Up from ashes
The company enters a time of uncertainty as postwar restrictions imperil its existence. Employee rolls drop precipitously from 26,000 to a low of 4,400, and the task of rebuilding the company from scratch begins.
The curtain fell on the Pacific War with Japan’s unconditional surrender-on August 15, 1945. The war cost Japan three million lives, half of its former territory, and a fourth of its national assets. In addition, the Allied bombings had reduced many cities to rubble, and industrial production had all but halted.
Panasonic lost 32 factory and office facilities in Japan, mainly in Tokyo and Osaka, and its overseas factories and sales outlets were confiscated. Fortunately, the company’s Head Office and main factories remained.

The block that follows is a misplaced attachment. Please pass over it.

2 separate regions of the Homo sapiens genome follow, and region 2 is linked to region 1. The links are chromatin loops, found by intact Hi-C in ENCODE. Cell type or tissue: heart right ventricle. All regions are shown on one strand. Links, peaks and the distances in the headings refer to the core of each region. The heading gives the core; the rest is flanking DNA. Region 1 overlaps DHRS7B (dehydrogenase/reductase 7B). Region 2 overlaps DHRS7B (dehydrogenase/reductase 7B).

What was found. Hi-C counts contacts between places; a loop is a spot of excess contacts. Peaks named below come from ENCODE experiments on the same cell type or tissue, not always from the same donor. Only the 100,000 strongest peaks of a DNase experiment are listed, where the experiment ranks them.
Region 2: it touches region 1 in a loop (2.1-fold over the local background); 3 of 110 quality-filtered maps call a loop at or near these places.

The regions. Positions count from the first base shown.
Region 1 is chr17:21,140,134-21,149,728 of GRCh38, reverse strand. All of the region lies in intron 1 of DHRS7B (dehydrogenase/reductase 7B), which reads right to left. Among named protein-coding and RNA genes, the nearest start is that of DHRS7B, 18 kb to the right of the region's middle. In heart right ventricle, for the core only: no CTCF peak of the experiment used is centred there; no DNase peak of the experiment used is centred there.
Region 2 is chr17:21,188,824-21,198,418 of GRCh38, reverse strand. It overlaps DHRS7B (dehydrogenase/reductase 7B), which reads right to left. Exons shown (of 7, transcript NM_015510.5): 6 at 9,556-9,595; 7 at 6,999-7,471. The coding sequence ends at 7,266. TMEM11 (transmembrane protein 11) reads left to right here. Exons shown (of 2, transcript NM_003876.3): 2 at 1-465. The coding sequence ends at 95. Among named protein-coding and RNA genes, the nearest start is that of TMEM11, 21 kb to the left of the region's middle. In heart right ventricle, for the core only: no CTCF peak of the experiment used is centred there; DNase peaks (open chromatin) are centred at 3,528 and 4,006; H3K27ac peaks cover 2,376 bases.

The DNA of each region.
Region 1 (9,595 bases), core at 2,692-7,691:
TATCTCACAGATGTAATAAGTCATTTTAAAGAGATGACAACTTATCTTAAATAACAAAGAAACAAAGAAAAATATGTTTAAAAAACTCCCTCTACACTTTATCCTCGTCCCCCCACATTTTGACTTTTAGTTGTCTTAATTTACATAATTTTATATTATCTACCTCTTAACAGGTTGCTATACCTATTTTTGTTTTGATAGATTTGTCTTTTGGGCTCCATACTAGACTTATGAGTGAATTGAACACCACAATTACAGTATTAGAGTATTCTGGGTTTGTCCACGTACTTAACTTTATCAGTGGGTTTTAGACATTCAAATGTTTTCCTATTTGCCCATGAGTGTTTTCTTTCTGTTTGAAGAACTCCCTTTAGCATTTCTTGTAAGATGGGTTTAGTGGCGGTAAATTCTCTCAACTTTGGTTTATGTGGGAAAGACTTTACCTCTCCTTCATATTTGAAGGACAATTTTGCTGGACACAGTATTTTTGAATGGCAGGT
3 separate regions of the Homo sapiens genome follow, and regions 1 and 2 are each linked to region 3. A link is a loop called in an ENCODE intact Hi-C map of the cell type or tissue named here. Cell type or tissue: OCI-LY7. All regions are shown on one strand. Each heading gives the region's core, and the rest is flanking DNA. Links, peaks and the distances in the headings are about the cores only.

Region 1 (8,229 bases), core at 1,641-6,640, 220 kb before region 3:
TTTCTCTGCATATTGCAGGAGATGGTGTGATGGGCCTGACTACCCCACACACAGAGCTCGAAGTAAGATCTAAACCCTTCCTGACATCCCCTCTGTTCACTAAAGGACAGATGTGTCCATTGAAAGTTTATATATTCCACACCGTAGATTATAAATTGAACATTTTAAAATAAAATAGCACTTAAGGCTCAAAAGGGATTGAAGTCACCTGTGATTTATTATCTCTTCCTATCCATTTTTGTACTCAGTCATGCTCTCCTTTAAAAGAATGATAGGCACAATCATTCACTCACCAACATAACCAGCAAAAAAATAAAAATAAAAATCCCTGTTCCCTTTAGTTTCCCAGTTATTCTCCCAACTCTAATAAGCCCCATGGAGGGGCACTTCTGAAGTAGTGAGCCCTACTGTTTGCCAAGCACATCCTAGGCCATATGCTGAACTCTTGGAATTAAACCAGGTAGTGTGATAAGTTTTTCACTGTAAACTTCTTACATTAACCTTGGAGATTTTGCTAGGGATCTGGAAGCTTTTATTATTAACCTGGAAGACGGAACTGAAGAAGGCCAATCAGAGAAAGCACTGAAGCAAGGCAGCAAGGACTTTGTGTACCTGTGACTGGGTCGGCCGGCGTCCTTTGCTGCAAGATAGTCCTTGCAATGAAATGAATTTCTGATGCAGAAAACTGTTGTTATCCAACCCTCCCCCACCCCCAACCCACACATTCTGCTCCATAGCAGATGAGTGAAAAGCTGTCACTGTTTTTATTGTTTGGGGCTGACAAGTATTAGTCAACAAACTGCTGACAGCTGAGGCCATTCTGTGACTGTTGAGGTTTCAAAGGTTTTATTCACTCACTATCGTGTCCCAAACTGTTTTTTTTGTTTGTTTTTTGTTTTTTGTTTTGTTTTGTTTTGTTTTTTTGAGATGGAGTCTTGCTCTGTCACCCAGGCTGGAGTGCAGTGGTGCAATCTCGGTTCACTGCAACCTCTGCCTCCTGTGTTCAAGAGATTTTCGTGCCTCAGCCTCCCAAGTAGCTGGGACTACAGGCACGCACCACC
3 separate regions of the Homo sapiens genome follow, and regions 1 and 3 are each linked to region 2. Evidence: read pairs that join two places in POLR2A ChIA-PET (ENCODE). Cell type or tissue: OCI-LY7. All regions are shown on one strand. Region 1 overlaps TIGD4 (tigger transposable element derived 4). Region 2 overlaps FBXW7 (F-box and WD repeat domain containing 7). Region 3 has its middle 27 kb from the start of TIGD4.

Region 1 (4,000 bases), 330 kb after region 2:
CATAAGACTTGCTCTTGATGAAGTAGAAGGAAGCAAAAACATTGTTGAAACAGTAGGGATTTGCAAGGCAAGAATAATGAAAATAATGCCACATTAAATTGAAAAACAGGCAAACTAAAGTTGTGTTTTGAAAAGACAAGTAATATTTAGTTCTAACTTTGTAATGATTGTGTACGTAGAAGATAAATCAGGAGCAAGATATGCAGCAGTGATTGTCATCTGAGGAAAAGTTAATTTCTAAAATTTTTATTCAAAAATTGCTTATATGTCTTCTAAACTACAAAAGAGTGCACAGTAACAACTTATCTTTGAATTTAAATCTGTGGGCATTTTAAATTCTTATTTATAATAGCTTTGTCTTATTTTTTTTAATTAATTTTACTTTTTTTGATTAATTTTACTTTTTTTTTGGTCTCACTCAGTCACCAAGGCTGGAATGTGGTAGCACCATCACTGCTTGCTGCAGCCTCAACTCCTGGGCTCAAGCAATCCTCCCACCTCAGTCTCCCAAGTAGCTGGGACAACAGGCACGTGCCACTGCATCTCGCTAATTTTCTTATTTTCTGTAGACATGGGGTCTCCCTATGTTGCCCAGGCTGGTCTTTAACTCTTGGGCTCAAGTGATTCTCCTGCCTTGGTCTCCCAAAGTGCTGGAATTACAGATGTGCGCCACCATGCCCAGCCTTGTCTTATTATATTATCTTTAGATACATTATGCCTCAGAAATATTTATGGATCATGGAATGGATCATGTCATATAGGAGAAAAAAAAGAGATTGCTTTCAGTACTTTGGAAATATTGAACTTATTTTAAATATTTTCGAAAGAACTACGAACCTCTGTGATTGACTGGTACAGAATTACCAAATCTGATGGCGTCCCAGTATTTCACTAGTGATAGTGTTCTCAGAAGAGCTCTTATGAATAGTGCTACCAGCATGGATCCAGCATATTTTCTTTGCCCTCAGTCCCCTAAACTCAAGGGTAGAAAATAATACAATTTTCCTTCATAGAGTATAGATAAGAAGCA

The day after the announcement of Japan’s surrender, Matsushita called together his senior management and laid out plans for resuming production of consumer goods. On August 20, in a message to all employees, he said, “Production is the very foundation of our recovery. Let us reawaken the traditional Matsushita spirit, and complete the work of rebuilding the nation and enriching people’s lives.”
These words and Matsushita’s strong spirit brought the company’s employees out of the daze and shock of Japan’s defeat. He allayed their fears, and inspired them to continue the company’s manufacturing.